I soon found myself attended by heretical thoughts that I never before anticipated. A revolutionary wave was sweeping across my soul and I fought it with iconoclastic zeal. It is not possible, not for me. The fall of the Berlin Wall threatened to pierce another nail in the coffin of my self-confident ideology. It was not supposed to happen. Beginning to read what I previously considered meaningless “Yankee” propaganda, the shades of socialist orthodoxy suddenly failed to come to my rescue and a new world opened before me. One day, I picked up Mr. Horowitz’s book because the theme sounded familiar. I had no idea who he was at that time. As I read his account of his childhood, I wept often at his stories and anecdotes, as they brought familiar pains and similar situations to me in the context of my beloved father. Not being able again to talk to my father about my views and to see friends still hurts me.

Read “Climbing out of the Communist Faith” on FrontPageMag.com.

Acton University faculty member Jeffrey Tucker has an insightful essay over at InsideCatholic.com, “Why Catholics Don’t Understand Economics.”

Throughout the piece, Mr. Tucker employs a distinction between scarce, economic goods, and non-scarce, infinitely distributable, spiritual goods:

I have what I think is a new theory about why this situation persists. People who live and work primarily within the Catholic milieu are dealing mainly with goods of an infinite nature. These are goods like salvation, the intercession of saints, prayers of an infinitely replicable nature, texts, images, and songs that constitute non-scarce goods, the nature of which requires no rationing, allocation, and choices regarding their distribution.

None of these goods take up physical space. One can make infinite numbers of copies of them. They can be used without displacing other instances of the good. They do not depreciate with time. Their integrity remains intact no matter how many times they are used. Thus they require no economization. For that reason, there need to be no property norms concerning their use. They need not be priced. There is no problem associated with their rational allocation. They are what economists call “free goods.”

[...] This is completely different from the way things work in the realm of scarce goods. Let’s say that you like my shoes and want them. If you take them from me, I do not have them anymore. If I want them again, I have to take them back from you. There is a zero-sum rivalry between the goods. That means there must be some kind of system for deciding who can own them. It means absolutely nothing to declare that there should be something called socialism for my shoes so that the whole of society can somehow own them. It is factually impossible for this to happen, because shoes are a scarce good. This is why socialism is sheer fantasy, a meaningless dreamland as regards scarce goods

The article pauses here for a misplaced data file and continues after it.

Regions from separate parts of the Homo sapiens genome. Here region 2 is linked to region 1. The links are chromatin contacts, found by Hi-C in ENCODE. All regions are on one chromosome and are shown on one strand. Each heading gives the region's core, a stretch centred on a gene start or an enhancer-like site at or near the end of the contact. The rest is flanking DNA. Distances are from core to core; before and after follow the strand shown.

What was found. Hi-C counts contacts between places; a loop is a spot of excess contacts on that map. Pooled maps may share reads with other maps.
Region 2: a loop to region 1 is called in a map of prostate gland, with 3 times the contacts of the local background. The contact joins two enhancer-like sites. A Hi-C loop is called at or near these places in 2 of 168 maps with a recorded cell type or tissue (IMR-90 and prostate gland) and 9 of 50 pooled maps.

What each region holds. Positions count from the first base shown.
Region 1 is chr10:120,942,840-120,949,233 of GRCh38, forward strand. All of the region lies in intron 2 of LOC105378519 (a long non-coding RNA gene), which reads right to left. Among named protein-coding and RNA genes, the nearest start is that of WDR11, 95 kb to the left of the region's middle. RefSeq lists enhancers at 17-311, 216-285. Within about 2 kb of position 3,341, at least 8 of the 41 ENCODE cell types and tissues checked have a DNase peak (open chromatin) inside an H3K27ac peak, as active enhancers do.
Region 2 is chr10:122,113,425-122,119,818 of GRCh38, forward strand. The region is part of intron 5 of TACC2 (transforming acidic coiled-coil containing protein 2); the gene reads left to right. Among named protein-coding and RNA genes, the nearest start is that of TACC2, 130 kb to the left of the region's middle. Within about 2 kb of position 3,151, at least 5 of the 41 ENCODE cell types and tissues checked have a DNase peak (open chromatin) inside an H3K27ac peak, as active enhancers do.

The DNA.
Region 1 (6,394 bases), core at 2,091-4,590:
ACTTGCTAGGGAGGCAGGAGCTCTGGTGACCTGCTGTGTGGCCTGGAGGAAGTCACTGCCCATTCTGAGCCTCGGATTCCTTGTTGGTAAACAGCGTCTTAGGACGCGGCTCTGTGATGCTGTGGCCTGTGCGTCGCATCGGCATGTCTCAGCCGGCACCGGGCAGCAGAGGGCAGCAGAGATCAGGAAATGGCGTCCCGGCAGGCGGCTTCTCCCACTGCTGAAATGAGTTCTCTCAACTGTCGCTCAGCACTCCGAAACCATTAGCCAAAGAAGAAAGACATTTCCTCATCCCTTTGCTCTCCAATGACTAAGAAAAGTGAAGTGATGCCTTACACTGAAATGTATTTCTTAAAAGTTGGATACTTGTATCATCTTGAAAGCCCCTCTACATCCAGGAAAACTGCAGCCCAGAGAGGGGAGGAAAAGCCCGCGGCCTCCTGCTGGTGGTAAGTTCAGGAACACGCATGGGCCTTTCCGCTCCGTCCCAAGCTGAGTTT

The whole article is worth reading (there is even a good St. Augustine reference)

A few weeks ago we noted a study on the better quality and efficiency of care provided by religious, and specifically Christian, hospitals.

Now today comes a report that “doctors who hold religious beliefs are far less likely to allow a patient to die than those who have no faith” (HT: Kruse Kronicle). These results are only surprising for those who think religion is a form of escapism from the troubles of this world.

Instead, true faith empowers the human person and provides a context of true meaning for this life and this world. An atheistic worldview, by contrast, is much more likely to lead to a nihilistic emptying of living vitality and vigor.

There’s no necessary connection between religious institutions and religious practitioners, but it may well be that the superiority of Christian hospitals and Christian physicians have a reciprocal relationship in this regard. Are Christian physicians more attracted to jobs at Christian institutions?

And be sure to check out the case made by Christian physician Dr. Donald P. Condit for applying Christian principles to these pressing issues in A Prescription for Health Care Reform.

The most basic lesson of all of the various efforts, by both state and federal governments, to provide incentives for films to be made is that with government money comes government oversight.

Once you go down the road of filing for tax credits or government subsidy in various forms, and you depend on them to get your project made, you open yourself up to a host of regulatory, bureaucratic, and censorship issues. It shouldn’t be a surprise, for instance, that states might only want to reimburse those films that project an image of their state in a complimentary light.

The Michigan film bureaucracy has become infamous, selective, and capricious; you hear stories of corruption, by both government departments and those seeking the credits.

John Stossel examines some of the regulatory and economic issues surrounding film incentives.

Why not just have a free market for films? To do otherwise is to court government censorship or propaganda, neither of which should be an attractive option for filmmakers.

If you want to retain creative control and avoid the insidious influence of government oversight, then don’t take money from the government to make your “art.”

This is perhaps at its most compelling when you have Christians who are trying to genuinely trying to integrate an authentic sense of faith into their films.

Should the government be given a say, either directly or indirectly, in what such filmmaking looks like?